“I am one of the 10% of lucky drivers who receive the stipend, but it is only because I am forced to work at certain times to meet the minimum requirement of active hours to qualify,” he stated, noting that the Prop 22 stipend program doesn’t reach the vast majority of drivers. “Many other drivers do not qualify, even if they have the app on for 40-50 hours a week, and many more do not even know about these benefits.”
Besides breaking their promises on driver benefits such as the healthcare stipend, the impact of Prop 22 on California rideshare drivers has also been felt with families. Daniel Russell, a special education teacher and RDU driver in the Inland Empire, started driving full-time so he could spend more time with his young daughter. But as the pay cuts from both apps worsened, he found himself on the road more to make ends meet.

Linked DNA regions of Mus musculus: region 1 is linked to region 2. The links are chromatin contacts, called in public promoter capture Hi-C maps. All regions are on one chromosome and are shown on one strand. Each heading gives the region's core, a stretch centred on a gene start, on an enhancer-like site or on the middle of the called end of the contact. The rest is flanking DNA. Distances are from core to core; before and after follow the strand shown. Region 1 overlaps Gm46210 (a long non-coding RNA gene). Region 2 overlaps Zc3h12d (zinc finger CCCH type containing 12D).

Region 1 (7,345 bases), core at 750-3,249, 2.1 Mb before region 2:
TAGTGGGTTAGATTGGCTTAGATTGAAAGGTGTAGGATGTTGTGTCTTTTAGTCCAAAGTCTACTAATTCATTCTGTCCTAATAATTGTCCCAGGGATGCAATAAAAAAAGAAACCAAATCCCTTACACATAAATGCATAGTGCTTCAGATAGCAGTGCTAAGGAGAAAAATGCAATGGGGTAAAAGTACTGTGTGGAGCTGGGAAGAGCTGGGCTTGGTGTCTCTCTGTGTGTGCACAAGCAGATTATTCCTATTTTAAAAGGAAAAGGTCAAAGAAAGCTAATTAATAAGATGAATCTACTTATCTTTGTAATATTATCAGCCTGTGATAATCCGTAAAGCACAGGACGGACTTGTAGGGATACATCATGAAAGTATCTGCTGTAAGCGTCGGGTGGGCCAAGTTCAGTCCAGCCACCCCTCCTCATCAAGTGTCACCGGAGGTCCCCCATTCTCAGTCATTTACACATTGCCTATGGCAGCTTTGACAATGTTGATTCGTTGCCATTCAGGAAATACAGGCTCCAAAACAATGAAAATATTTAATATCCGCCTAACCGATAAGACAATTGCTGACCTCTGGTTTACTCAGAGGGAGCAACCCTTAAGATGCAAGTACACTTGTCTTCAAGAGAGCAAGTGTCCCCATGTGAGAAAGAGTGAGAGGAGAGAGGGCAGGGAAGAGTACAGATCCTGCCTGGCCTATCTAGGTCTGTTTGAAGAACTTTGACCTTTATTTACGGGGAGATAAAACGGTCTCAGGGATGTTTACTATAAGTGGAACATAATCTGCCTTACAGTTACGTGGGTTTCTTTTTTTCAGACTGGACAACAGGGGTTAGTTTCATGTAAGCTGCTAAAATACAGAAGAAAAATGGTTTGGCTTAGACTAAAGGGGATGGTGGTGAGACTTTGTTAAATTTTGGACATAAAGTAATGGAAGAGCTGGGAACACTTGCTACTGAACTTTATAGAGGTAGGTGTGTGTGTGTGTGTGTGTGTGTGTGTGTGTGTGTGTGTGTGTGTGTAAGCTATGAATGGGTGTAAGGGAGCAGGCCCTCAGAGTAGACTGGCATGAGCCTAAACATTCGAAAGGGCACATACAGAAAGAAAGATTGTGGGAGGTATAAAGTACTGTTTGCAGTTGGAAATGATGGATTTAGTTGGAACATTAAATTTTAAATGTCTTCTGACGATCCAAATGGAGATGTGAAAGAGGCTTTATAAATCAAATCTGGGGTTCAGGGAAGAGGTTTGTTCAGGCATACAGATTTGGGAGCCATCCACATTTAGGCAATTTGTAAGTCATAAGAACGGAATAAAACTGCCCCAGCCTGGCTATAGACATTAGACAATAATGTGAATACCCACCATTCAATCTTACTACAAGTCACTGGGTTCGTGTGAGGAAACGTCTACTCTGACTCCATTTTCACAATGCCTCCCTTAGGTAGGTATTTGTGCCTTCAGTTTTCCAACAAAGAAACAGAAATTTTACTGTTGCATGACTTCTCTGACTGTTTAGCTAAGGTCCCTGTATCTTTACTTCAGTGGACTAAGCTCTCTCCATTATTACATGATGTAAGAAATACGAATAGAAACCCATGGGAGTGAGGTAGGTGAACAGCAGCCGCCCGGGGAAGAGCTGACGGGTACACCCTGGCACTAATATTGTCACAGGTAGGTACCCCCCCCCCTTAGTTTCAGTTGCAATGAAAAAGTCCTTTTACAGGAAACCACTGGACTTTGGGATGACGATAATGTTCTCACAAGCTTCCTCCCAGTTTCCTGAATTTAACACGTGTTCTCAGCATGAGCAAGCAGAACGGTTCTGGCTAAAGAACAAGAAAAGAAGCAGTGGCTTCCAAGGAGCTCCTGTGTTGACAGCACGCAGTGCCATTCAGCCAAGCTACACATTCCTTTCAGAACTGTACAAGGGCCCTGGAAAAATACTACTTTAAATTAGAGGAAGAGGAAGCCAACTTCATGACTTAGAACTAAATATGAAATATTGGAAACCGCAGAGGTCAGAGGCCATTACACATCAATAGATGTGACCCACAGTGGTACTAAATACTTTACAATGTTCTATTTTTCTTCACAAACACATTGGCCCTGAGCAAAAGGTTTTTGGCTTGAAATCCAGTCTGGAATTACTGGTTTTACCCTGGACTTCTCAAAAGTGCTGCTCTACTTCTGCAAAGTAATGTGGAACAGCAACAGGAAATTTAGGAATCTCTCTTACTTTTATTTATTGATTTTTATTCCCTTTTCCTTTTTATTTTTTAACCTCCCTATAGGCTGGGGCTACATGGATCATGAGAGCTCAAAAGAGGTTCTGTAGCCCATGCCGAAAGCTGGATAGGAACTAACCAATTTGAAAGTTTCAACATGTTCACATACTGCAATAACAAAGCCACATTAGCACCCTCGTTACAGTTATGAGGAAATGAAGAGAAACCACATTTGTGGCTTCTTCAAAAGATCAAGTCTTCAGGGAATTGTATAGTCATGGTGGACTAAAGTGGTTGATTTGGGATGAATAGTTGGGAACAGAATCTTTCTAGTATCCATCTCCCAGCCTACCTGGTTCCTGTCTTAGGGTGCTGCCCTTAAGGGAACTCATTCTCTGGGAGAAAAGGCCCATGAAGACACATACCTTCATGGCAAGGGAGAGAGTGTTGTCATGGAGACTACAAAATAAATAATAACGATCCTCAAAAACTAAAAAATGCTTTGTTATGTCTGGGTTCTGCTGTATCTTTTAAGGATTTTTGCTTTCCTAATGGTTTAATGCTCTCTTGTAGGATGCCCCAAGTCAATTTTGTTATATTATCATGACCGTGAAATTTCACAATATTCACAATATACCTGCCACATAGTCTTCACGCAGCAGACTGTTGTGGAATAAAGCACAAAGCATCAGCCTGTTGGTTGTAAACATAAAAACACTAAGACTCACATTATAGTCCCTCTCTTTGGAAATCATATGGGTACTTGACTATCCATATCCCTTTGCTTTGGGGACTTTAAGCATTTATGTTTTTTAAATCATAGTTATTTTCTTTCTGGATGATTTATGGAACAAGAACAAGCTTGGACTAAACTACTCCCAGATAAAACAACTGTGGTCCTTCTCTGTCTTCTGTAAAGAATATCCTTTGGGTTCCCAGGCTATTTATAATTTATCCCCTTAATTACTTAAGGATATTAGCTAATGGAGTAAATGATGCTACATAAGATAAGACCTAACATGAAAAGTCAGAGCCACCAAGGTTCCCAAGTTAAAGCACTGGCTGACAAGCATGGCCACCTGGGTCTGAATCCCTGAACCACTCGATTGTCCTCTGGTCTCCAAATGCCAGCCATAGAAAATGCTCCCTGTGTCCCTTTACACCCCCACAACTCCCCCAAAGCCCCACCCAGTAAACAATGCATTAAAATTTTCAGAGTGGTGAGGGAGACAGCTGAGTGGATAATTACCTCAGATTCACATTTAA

“I did over 20,000 rides,” he said. “At my peak, I was working 60-70 hours a week, and making less and less money.”